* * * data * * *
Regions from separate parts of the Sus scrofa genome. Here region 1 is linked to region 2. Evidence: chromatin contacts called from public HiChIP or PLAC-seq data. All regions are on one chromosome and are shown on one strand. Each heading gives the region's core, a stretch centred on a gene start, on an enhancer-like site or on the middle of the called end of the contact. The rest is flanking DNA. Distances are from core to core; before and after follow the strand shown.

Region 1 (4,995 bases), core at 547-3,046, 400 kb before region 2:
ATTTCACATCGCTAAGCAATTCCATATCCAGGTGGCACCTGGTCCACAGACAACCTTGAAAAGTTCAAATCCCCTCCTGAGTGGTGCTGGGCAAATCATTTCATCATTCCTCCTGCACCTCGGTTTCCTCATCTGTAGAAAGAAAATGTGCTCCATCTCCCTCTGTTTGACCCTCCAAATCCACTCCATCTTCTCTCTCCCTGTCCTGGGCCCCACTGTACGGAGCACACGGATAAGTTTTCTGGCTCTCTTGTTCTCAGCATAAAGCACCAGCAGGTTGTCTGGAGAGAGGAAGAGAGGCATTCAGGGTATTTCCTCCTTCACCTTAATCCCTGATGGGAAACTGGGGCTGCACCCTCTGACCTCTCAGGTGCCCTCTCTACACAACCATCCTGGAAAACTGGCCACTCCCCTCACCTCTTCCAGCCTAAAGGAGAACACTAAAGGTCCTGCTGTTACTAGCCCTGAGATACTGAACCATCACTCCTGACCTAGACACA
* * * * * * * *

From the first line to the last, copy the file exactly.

Regions from separate parts of the Sus scrofa genome. Here region 1 is linked to region 2. Evidence: chromatin contacts called from public HiChIP or PLAC-seq data. All regions are on one chromosome and are shown on one strand. Each heading gives the region's core, a stretch centred on a gene start, on an enhancer-like site or on the middle of the called end of the contact. The rest is flanking DNA. Distances are from core to core; before and after follow the strand shown.

Region 1 (4,995 bases), core at 547-3,046, 400 kb before region 2:
ATTTCACATCGCTAAGCAATTCCATATCCAGGTGGCACCTGGTCCACAGACAACCTTGAAAAGTTCAAATCCCCTCCTGAGTGGTGCTGGGCAAATCATTTCATCATTCCTCCTGCACCTCGGTTTCCTCATCTGTAGAAAGAAAATGTGCTCCATCTCCCTCTGTTTGACCCTCCAAATCCACTCCATCTTCTCTCTCCCTGTCCTGGGCCCCACTGTACGGAGCACACGGATAAGTTTTCTGGCTCTCTTGTTCTCAGCATAAAGCACCAGCAGGTTGTCTGGAGAGAGGAAGAGAGGCATTCAGGGTATTTCCTCCTTCACCTTAATCCCTGATGGGAAACTGGGGCTGCACCCTCTGACCTCTCAGGTGCCCTCTCTACACAACCATCCTGGAAAACTGGCCACTCCCCTCACCTCTTCCAGCCTAAAGGAGAACACTAAAGGTCCTGCTGTTACTAGCCCTGAGATACTGAACCATCACTCCTGACCTAGACACA